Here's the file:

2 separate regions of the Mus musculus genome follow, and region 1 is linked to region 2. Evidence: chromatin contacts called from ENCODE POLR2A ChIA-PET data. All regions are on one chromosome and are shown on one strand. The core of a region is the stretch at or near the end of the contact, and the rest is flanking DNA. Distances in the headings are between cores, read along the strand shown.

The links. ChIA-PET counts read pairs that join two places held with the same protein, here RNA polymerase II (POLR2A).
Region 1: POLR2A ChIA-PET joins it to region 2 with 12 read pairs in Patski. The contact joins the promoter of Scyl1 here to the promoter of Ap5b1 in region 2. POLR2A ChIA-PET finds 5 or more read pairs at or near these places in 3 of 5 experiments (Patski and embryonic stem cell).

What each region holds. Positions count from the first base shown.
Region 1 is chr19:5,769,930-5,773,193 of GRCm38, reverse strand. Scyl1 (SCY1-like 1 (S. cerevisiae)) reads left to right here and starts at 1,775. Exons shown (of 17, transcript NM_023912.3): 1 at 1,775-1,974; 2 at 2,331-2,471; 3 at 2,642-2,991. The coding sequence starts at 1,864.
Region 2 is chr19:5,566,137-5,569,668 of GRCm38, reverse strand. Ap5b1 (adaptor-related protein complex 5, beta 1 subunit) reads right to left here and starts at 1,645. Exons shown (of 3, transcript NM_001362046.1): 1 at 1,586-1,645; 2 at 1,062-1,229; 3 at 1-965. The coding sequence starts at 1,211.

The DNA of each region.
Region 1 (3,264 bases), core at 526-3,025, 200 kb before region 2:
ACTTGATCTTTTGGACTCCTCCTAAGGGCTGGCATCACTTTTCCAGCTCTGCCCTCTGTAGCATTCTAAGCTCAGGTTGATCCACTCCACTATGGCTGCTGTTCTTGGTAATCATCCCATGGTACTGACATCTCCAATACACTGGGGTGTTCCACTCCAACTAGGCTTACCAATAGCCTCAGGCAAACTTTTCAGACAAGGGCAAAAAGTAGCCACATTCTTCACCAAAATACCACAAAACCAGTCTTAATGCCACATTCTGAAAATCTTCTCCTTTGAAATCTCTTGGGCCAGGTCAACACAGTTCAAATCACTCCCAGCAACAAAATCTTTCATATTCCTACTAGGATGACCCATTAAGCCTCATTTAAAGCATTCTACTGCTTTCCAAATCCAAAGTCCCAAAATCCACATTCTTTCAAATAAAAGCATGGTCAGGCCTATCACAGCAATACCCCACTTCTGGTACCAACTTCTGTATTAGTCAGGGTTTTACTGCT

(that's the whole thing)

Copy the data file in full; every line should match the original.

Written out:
2 separate regions of the Mus musculus genome follow, and region 1 is linked to region 2. Evidence: chromatin contacts called from ENCODE POLR2A ChIA-PET data. All regions are on one chromosome and are shown on one strand. The core of a region is the stretch at or near the end of the contact, and the rest is flanking DNA. Distances in the headings are between cores, read along the strand shown.

The links. ChIA-PET counts read pairs that join two places held with the same protein, here RNA polymerase II (POLR2A).
Region 1: POLR2A ChIA-PET joins it to region 2 with 12 read pairs in Patski. The contact joins the promoter of Scyl1 here to the promoter of Ap5b1 in region 2. POLR2A ChIA-PET finds 5 or more read pairs at or near these places in 3 of 5 experiments (Patski and embryonic stem cell).

What each region holds. Positions count from the first base shown.
Region 1 is chr19:5,769,930-5,773,193 of GRCm38, reverse strand. Scyl1 (SCY1-like 1 (S. cerevisiae)) reads left to right here and starts at 1,775. Exons shown (of 17, transcript NM_023912.3): 1 at 1,775-1,974; 2 at 2,331-2,471; 3 at 2,642-2,991. The coding sequence starts at 1,864.
Region 2 is chr19:5,566,137-5,569,668 of GRCm38, reverse strand. Ap5b1 (adaptor-related protein complex 5, beta 1 subunit) reads right to left here and starts at 1,645. Exons shown (of 3, transcript NM_001362046.1): 1 at 1,586-1,645; 2 at 1,062-1,229; 3 at 1-965. The coding sequence starts at 1,211.

The DNA of each region.
Region 1 (3,264 bases), core at 526-3,025, 200 kb before region 2:
ACTTGATCTTTTGGACTCCTCCTAAGGGCTGGCATCACTTTTCCAGCTCTGCCCTCTGTAGCATTCTAAGCTCAGGTTGATCCACTCCACTATGGCTGCTGTTCTTGGTAATCATCCCATGGTACTGACATCTCCAATACACTGGGGTGTTCCACTCCAACTAGGCTTACCAATAGCCTCAGGCAAACTTTTCAGACAAGGGCAAAAAGTAGCCACATTCTTCACCAAAATACCACAAAACCAGTCTTAATGCCACATTCTGAAAATCTTCTCCTTTGAAATCTCTTGGGCCAGGTCAACACAGTTCAAATCACTCCCAGCAACAAAATCTTTCATATTCCTACTAGGATGACCCATTAAGCCTCATTTAAAGCATTCTACTGCTTTCCAAATCCAAAGTCCCAAAATCCACATTCTTTCAAATAAAAGCATGGTCAGGCCTATCACAGCAATACCCCACTTCTGGTACCAACTTCTGTATTAGTCAGGGTTTTACTGCT